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Train For The Worst Day Of Your Life With A Stress Shoot
My quads were burning and my breathing was steady but labored as I ascended yet another hill on the rural gravel road I was running on. A little over halfway to my destination, I couldn’t help but think about how the hills didn’t look too bad when I drove this same route a day earlier. A mile isn’t usually a big deal for anyone in even remotely decent shape, but I wasn’t doing an average run through the park either. For the first time since I was in the military, I was competing against myself with a stress shoot.
Many people who carry a gun for work or personal protection separate their physical fitness and firearms training into two separate tasks. A pleasant day at the range is perfect for fine-tuning shooting fundamentals, but if you are ever in a threatening situation that calls for a response with a firearm, you will probably be dealing with a surge of adrenaline and nerves. So why not train like you fight and combine marksmanship with physical fitness in a “stress shoot” once in awhile? It’s not an exact replication of combat, but it’s about as close as you’ll get while still training safely.
Combat-arms units in the military regularly implement this kind of training because they know troops likely won’t be well rested when they engage the enemy on the field of battle. Soldiers in buddy teams or four-man fire teams will typically start a stress shoot off with either a kit run or a ruck march to the range. After they arrive, a series of targets at various distances must be accurately engaged while shooting from the prone, kneeling, and standing positions. Some stations will be static, while others will require the shooter to walk forward or sideways, or even perform calisthenics before engaging targets. Barriers like walls or cars are positioned to provide additional obstacles for the shooters to negotiate. Speed and accuracy are recorded so that the top teams can be recognized, sometimes with a day off for winning.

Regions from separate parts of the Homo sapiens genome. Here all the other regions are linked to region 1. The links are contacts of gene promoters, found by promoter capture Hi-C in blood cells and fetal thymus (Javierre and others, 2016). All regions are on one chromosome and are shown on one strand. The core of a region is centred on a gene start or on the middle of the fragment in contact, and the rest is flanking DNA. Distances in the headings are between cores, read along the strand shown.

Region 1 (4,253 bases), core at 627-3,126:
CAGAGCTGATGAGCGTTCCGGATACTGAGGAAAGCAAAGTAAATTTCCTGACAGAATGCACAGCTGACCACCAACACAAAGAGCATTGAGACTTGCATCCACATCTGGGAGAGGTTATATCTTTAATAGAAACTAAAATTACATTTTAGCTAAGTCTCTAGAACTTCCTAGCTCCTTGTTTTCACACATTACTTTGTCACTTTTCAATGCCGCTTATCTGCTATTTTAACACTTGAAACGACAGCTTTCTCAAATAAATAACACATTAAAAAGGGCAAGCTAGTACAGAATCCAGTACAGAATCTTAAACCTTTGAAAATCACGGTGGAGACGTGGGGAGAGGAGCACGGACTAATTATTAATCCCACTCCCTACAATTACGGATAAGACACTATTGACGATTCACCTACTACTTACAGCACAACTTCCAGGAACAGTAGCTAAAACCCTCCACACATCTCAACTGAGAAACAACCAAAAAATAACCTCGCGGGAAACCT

For the stress shoot I conducted, I wore a plate carrier that I borrowed from a friend, as well as a full camelback. I carried an AR-15 slung in the low ready with 10 rounds loaded in a 30-round mag in the well (nothing in the chamber, of course), and three more 30-round mags on my chest with 10, 11, and 30 rounds respectively. I had a fully loaded Glock 22 holstered on my belt along with two additional 15-round magazines loaded with six rounds each to complete the ensemble. A mile from my point of departure, I had prepared a series of targets in 10 lanes ranging from five meters to 100 meters away.
As soon as I finished the run, I immediately had to engage two e-type targets in lane one with three rounds each from my rifle and then transition to my pistol to put three more rounds each into the silhouettes. I conducted a series of drills in the next nine lanes that challenged me with targets at various distances while shooting from four different positions. I incorporated frequent magazine changes, transition drills, and malfunction drills. I didn’t have any barriers, but on lanes three, six, and nine, I had to complete 10 burpees before starting the drill to ensure my heart rate stayed elevated. In an attempt to add another layer of stress, I instituted a 20-minute time cap to complete the run and the 10 lanes.
U.S. Soldiers with 1st Squadron, 172nd Cavalry Regiment (Mountain), Vermont Army National Guard, compete in a best platoon competition at Camp Ethan Allen Training Site, Jericho, Vt., Aug. 29, 2015.U.S. Air National Guard photo